A statement from Molly Wilkinson, executive director of the Electronic Payments Coalition (EPC) praising testimony from Professor Todd Zywicki at the U.S. Senate Committee on Banking, Housing, & Urban Affairs hearing today:
Price controls on debit card transactions, which were enacted through the Durbin Amendment, have created a hand out for retailers that so far has reached $36 billion and continues to rise each year.
Professor Zywicki’s testimony made this padding by large retailers evident by noting, “While the Durbin Amendment has saved big box retailers billions of dollars per year in interchange fees, there is no evidence to date that those cost savings have been passed on to retail consumers. In short, consumers are paying higher fees for bank accounts and receiving no rebates from retailers. Indeed, unlike big box retailers that have received multi-billion dollar windfalls, many small retailers are actually paying higher merchant discount rates than before the Durbin Amendment’s enactment.”
Retailers promised to pass this sum along to their customers in the form of lower prices but customers are still waiting to see a difference.
Zywicki’s insightful testimony supports EPC’s mission of promoting consumer convenience, innovation, and competition. As he states, “the presence of the Durbin Amendment presents one of the leading obstacles to the development of a low-cost, highly-functional mobile banking platform that could provide not only essential financial services for millions of low- income and young consumers, but also their first step toward full financial inclusion.”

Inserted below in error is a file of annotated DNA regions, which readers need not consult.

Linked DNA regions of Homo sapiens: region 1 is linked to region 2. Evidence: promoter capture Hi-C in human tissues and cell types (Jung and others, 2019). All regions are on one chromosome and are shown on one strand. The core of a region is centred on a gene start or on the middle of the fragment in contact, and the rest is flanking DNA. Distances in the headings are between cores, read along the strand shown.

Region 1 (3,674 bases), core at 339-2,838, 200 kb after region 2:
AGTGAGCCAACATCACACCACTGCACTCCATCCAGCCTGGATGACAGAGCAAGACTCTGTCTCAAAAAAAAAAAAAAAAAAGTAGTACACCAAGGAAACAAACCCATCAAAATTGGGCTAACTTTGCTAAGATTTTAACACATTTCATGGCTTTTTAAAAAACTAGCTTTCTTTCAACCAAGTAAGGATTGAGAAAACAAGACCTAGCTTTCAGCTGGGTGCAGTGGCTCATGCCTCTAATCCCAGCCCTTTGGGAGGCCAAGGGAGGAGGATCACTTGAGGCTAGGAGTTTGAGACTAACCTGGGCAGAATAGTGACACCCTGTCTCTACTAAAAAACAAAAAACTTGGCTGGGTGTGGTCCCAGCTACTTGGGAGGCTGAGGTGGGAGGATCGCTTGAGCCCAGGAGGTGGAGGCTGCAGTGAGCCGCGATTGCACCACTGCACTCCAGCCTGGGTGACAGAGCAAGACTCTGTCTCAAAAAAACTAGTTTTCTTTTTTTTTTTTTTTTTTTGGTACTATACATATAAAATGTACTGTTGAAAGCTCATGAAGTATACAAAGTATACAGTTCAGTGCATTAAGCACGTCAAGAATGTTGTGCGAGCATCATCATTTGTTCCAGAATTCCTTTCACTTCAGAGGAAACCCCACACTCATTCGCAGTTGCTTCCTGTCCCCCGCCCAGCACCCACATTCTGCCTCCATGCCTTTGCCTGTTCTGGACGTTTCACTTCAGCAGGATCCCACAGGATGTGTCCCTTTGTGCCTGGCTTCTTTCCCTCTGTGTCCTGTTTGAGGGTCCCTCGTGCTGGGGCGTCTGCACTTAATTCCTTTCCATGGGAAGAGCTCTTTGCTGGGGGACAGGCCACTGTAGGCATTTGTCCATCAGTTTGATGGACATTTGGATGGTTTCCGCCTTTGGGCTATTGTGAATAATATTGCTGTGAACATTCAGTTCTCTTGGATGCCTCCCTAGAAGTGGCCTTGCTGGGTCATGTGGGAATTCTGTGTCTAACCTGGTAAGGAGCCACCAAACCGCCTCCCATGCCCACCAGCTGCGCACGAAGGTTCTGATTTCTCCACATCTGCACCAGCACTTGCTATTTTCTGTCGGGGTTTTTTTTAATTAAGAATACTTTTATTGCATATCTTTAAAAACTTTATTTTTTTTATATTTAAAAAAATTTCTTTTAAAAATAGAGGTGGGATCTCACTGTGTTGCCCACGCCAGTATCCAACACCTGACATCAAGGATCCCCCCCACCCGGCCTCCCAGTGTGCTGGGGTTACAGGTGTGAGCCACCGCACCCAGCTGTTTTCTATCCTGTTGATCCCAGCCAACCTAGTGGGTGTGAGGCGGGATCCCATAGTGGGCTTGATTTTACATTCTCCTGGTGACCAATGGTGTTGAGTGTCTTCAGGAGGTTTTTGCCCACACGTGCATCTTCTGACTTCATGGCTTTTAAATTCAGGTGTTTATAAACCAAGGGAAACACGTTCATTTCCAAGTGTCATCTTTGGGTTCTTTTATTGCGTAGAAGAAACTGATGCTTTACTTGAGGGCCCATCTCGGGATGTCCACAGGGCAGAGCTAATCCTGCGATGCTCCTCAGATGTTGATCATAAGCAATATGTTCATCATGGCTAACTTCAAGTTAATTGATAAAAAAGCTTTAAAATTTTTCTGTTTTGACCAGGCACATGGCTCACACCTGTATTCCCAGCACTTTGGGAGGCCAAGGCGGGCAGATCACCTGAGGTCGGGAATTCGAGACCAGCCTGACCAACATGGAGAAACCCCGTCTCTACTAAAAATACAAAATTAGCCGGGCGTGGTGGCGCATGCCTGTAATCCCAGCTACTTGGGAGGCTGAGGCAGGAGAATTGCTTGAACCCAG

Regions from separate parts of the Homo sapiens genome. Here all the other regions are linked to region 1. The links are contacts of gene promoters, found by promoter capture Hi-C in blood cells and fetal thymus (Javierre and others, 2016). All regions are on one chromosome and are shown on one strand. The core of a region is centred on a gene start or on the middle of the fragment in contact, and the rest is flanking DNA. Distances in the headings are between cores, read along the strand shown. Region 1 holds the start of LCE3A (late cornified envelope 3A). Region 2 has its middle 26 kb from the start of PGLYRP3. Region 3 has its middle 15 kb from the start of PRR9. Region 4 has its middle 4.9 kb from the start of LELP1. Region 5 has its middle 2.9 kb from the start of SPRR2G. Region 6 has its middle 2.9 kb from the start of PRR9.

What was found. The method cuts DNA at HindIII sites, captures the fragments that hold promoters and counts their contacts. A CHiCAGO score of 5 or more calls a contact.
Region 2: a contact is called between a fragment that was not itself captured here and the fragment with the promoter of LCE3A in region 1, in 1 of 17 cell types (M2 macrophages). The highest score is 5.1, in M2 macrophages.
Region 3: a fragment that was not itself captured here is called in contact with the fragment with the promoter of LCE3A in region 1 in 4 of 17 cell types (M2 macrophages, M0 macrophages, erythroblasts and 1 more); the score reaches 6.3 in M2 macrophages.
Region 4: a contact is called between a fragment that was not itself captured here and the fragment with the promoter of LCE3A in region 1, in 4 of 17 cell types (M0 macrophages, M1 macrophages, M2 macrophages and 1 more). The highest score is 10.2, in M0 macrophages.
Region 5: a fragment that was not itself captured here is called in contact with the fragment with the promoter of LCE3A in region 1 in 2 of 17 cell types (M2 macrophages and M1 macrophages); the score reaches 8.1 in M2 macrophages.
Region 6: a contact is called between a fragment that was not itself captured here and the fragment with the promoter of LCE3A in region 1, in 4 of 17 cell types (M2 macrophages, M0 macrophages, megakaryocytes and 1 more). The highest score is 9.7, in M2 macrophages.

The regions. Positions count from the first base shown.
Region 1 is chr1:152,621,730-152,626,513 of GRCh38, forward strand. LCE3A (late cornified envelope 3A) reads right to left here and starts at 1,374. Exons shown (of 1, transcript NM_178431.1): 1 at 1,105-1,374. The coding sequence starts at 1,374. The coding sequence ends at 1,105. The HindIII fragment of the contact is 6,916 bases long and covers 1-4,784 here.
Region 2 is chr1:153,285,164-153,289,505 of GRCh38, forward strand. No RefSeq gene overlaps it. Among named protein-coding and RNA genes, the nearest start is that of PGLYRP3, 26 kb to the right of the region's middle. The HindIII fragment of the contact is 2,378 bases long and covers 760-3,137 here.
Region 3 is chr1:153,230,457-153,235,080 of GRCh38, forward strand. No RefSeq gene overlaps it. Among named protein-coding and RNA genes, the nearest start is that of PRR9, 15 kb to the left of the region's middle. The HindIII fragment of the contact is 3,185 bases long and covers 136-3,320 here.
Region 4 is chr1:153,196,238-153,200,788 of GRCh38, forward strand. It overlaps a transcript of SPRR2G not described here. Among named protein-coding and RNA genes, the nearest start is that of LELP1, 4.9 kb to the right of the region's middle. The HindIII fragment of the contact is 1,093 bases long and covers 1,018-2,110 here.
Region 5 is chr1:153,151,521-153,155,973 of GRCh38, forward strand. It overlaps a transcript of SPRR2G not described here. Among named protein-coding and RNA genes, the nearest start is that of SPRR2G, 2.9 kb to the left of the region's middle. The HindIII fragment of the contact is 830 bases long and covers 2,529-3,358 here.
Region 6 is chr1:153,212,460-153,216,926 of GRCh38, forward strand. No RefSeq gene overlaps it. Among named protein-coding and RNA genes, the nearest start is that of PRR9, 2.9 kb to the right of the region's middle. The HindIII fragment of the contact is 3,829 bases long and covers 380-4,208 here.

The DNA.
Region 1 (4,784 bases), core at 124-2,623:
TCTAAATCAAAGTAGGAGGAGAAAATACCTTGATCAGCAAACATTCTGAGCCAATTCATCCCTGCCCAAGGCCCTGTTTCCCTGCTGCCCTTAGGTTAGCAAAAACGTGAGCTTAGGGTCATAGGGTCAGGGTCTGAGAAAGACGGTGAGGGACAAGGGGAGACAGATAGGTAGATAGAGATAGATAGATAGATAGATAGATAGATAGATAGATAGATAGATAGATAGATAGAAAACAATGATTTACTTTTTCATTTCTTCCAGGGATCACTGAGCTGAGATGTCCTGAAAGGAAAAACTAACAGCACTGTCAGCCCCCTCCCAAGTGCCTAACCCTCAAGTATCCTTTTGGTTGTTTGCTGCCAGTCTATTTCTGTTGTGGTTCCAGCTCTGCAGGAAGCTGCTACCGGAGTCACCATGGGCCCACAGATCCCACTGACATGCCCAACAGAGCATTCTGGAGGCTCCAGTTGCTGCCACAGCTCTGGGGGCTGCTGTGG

Today’s hearing highlighted yet another troubling issue with the Durbin Amendment and EPC is glad to see lawmakers taking a fresh look at this harmful provision.
Read Professor Zywicki’s full statement.
About the Electronic Payments Coalition
The Electronic Payments Coalition (EPC) is a coalition of payments industry stakeholders, such as credit unions, community banks, trade associations, payment card networks and banks that speaks on behalf of the payments industry to protect the value, innovation, convenience, security and competition that exists in the modern electronic payments system. The EPC educates policymakers, consumers and the media on the system’s role in economic growth and the importance of consumer choice, security, innovation and stability for the continued growth of global commerce.